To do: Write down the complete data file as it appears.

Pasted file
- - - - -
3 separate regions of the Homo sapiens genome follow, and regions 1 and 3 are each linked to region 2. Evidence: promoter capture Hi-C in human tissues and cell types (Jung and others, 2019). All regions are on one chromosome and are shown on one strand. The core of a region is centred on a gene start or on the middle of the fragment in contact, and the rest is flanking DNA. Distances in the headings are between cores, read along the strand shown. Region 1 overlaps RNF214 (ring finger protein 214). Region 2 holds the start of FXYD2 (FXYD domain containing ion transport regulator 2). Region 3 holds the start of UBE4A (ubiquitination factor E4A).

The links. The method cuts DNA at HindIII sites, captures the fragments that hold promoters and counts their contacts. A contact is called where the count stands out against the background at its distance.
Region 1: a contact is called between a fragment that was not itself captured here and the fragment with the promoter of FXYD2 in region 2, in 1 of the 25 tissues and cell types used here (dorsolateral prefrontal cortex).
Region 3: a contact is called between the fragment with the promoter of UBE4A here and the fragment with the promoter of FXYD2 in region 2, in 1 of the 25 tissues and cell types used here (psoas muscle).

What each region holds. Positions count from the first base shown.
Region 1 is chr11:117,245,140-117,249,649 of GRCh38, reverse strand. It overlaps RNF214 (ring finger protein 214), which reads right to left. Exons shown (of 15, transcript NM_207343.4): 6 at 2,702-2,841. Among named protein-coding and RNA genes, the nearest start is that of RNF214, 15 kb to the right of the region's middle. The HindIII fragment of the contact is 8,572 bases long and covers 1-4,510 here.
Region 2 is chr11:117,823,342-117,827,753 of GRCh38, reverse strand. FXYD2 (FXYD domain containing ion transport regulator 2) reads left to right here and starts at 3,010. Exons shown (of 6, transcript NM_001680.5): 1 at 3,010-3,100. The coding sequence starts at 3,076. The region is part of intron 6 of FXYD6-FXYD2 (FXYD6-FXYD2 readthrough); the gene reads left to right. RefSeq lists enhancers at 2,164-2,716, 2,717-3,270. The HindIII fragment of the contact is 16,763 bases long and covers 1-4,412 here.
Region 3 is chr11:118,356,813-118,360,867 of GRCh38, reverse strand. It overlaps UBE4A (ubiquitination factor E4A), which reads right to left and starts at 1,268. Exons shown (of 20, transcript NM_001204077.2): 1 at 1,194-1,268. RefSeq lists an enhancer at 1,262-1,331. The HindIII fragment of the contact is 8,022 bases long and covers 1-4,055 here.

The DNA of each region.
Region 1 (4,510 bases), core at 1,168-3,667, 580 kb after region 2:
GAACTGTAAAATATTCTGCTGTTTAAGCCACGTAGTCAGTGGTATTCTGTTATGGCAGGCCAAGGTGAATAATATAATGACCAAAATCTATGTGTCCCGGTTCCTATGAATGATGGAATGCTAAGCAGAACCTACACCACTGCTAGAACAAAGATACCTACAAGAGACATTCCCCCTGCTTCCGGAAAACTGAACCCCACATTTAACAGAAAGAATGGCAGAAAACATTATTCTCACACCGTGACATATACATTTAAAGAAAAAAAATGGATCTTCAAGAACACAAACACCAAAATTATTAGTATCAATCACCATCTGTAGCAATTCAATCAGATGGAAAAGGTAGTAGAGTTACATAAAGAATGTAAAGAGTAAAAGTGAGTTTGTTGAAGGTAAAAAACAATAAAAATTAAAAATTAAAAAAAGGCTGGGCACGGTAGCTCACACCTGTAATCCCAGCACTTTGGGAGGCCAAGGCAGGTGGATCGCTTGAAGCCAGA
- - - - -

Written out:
3 separate regions of the Homo sapiens genome follow, and regions 1 and 3 are each linked to region 2. Evidence: promoter capture Hi-C in human tissues and cell types (Jung and others, 2019). All regions are on one chromosome and are shown on one strand. The core of a region is centred on a gene start or on the middle of the fragment in contact, and the rest is flanking DNA. Distances in the headings are between cores, read along the strand shown. Region 1 overlaps RNF214 (ring finger protein 214). Region 2 holds the start of FXYD2 (FXYD domain containing ion transport regulator 2). Region 3 holds the start of UBE4A (ubiquitination factor E4A).

The links. The method cuts DNA at HindIII sites, captures the fragments that hold promoters and counts their contacts. A contact is called where the count stands out against the background at its distance.
Region 1: a contact is called between a fragment that was not itself captured here and the fragment with the promoter of FXYD2 in region 2, in 1 of the 25 tissues and cell types used here (dorsolateral prefrontal cortex).
Region 3: a contact is called between the fragment with the promoter of UBE4A here and the fragment with the promoter of FXYD2 in region 2, in 1 of the 25 tissues and cell types used here (psoas muscle).

What each region holds. Positions count from the first base shown.
Region 1 is chr11:117,245,140-117,249,649 of GRCh38, reverse strand. It overlaps RNF214 (ring finger protein 214), which reads right to left. Exons shown (of 15, transcript NM_207343.4): 6 at 2,702-2,841. Among named protein-coding and RNA genes, the nearest start is that of RNF214, 15 kb to the right of the region's middle. The HindIII fragment of the contact is 8,572 bases long and covers 1-4,510 here.
Region 2 is chr11:117,823,342-117,827,753 of GRCh38, reverse strand. FXYD2 (FXYD domain containing ion transport regulator 2) reads left to right here and starts at 3,010. Exons shown (of 6, transcript NM_001680.5): 1 at 3,010-3,100. The coding sequence starts at 3,076. The region is part of intron 6 of FXYD6-FXYD2 (FXYD6-FXYD2 readthrough); the gene reads left to right. RefSeq lists enhancers at 2,164-2,716, 2,717-3,270. The HindIII fragment of the contact is 16,763 bases long and covers 1-4,412 here.
Region 3 is chr11:118,356,813-118,360,867 of GRCh38, reverse strand. It overlaps UBE4A (ubiquitination factor E4A), which reads right to left and starts at 1,268. Exons shown (of 20, transcript NM_001204077.2): 1 at 1,194-1,268. RefSeq lists an enhancer at 1,262-1,331. The HindIII fragment of the contact is 8,022 bases long and covers 1-4,055 here.

The DNA of each region.
Region 1 (4,510 bases), core at 1,168-3,667, 580 kb after region 2:
GAACTGTAAAATATTCTGCTGTTTAAGCCACGTAGTCAGTGGTATTCTGTTATGGCAGGCCAAGGTGAATAATATAATGACCAAAATCTATGTGTCCCGGTTCCTATGAATGATGGAATGCTAAGCAGAACCTACACCACTGCTAGAACAAAGATACCTACAAGAGACATTCCCCCTGCTTCCGGAAAACTGAACCCCACATTTAACAGAAAGAATGGCAGAAAACATTATTCTCACACCGTGACATATACATTTAAAGAAAAAAAATGGATCTTCAAGAACACAAACACCAAAATTATTAGTATCAATCACCATCTGTAGCAATTCAATCAGATGGAAAAGGTAGTAGAGTTACATAAAGAATGTAAAGAGTAAAAGTGAGTTTGTTGAAGGTAAAAAACAATAAAAATTAAAAATTAAAAAAAGGCTGGGCACGGTAGCTCACACCTGTAATCCCAGCACTTTGGGAGGCCAAGGCAGGTGGATCGCTTGAAGCCAGA